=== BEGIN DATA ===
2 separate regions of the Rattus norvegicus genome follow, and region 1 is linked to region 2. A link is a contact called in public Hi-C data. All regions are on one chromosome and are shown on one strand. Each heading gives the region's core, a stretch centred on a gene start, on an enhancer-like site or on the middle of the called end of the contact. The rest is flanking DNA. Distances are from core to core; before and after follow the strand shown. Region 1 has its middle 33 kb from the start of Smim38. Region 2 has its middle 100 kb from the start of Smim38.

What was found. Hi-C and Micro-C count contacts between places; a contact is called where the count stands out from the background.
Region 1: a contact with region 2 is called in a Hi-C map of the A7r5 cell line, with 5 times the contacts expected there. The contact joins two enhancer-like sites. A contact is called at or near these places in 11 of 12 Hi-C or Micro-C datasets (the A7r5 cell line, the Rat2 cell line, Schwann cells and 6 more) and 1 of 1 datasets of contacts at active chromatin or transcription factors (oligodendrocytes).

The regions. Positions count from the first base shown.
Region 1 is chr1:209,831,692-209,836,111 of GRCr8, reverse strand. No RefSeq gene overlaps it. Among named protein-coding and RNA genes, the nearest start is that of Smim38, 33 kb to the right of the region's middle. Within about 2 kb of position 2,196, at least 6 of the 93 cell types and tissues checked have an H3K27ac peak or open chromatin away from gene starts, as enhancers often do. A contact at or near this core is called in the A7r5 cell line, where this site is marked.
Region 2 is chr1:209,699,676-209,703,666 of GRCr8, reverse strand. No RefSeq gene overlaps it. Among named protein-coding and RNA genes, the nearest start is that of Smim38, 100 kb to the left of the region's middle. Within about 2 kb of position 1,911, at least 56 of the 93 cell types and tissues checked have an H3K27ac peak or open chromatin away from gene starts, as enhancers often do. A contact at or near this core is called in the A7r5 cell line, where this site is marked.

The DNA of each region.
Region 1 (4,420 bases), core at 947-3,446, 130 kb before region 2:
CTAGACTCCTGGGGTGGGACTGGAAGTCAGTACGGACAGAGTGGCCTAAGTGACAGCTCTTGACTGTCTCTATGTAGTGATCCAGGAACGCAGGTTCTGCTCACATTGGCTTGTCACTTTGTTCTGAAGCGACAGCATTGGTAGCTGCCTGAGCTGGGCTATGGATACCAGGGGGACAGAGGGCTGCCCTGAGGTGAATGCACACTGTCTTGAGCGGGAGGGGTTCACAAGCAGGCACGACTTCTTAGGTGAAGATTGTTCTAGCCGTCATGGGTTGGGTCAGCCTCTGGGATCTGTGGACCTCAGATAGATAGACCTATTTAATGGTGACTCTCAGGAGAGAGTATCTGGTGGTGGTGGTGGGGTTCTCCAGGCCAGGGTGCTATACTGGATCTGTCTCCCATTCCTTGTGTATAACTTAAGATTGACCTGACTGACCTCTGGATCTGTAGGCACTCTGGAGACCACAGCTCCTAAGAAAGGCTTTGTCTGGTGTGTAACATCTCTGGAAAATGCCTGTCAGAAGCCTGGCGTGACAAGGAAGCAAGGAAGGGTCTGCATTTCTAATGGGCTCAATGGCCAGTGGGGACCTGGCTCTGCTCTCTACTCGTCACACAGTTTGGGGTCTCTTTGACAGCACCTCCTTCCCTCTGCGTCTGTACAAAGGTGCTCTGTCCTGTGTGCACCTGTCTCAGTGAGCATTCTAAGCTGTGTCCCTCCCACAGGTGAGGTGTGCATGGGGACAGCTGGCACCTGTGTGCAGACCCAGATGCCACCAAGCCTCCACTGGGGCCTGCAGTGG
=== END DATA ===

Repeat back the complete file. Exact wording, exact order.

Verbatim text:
2 separate regions of the Rattus norvegicus genome follow, and region 1 is linked to region 2. A link is a contact called in public Hi-C data. All regions are on one chromosome and are shown on one strand. Each heading gives the region's core, a stretch centred on a gene start, on an enhancer-like site or on the middle of the called end of the contact. The rest is flanking DNA. Distances are from core to core; before and after follow the strand shown. Region 1 has its middle 33 kb from the start of Smim38. Region 2 has its middle 100 kb from the start of Smim38.

What was found. Hi-C and Micro-C count contacts between places; a contact is called where the count stands out from the background.
Region 1: a contact with region 2 is called in a Hi-C map of the A7r5 cell line, with 5 times the contacts expected there. The contact joins two enhancer-like sites. A contact is called at or near these places in 11 of 12 Hi-C or Micro-C datasets (the A7r5 cell line, the Rat2 cell line, Schwann cells and 6 more) and 1 of 1 datasets of contacts at active chromatin or transcription factors (oligodendrocytes).

The regions. Positions count from the first base shown.
Region 1 is chr1:209,831,692-209,836,111 of GRCr8, reverse strand. No RefSeq gene overlaps it. Among named protein-coding and RNA genes, the nearest start is that of Smim38, 33 kb to the right of the region's middle. Within about 2 kb of position 2,196, at least 6 of the 93 cell types and tissues checked have an H3K27ac peak or open chromatin away from gene starts, as enhancers often do. A contact at or near this core is called in the A7r5 cell line, where this site is marked.
Region 2 is chr1:209,699,676-209,703,666 of GRCr8, reverse strand. No RefSeq gene overlaps it. Among named protein-coding and RNA genes, the nearest start is that of Smim38, 100 kb to the left of the region's middle. Within about 2 kb of position 1,911, at least 56 of the 93 cell types and tissues checked have an H3K27ac peak or open chromatin away from gene starts, as enhancers often do. A contact at or near this core is called in the A7r5 cell line, where this site is marked.

The DNA of each region.
Region 1 (4,420 bases), core at 947-3,446, 130 kb before region 2:
CTAGACTCCTGGGGTGGGACTGGAAGTCAGTACGGACAGAGTGGCCTAAGTGACAGCTCTTGACTGTCTCTATGTAGTGATCCAGGAACGCAGGTTCTGCTCACATTGGCTTGTCACTTTGTTCTGAAGCGACAGCATTGGTAGCTGCCTGAGCTGGGCTATGGATACCAGGGGGACAGAGGGCTGCCCTGAGGTGAATGCACACTGTCTTGAGCGGGAGGGGTTCACAAGCAGGCACGACTTCTTAGGTGAAGATTGTTCTAGCCGTCATGGGTTGGGTCAGCCTCTGGGATCTGTGGACCTCAGATAGATAGACCTATTTAATGGTGACTCTCAGGAGAGAGTATCTGGTGGTGGTGGTGGGGTTCTCCAGGCCAGGGTGCTATACTGGATCTGTCTCCCATTCCTTGTGTATAACTTAAGATTGACCTGACTGACCTCTGGATCTGTAGGCACTCTGGAGACCACAGCTCCTAAGAAAGGCTTTGTCTGGTGTGTAACATCTCTGGAAAATGCCTGTCAGAAGCCTGGCGTGACAAGGAAGCAAGGAAGGGTCTGCATTTCTAATGGGCTCAATGGCCAGTGGGGACCTGGCTCTGCTCTCTACTCGTCACACAGTTTGGGGTCTCTTTGACAGCACCTCCTTCCCTCTGCGTCTGTACAAAGGTGCTCTGTCCTGTGTGCACCTGTCTCAGTGAGCATTCTAAGCTGTGTCCCTCCCACAGGTGAGGTGTGCATGGGGACAGCTGGCACCTGTGTGCAGACCCAGATGCCACCAAGCCTCCACTGGGGCCTGCAGTGG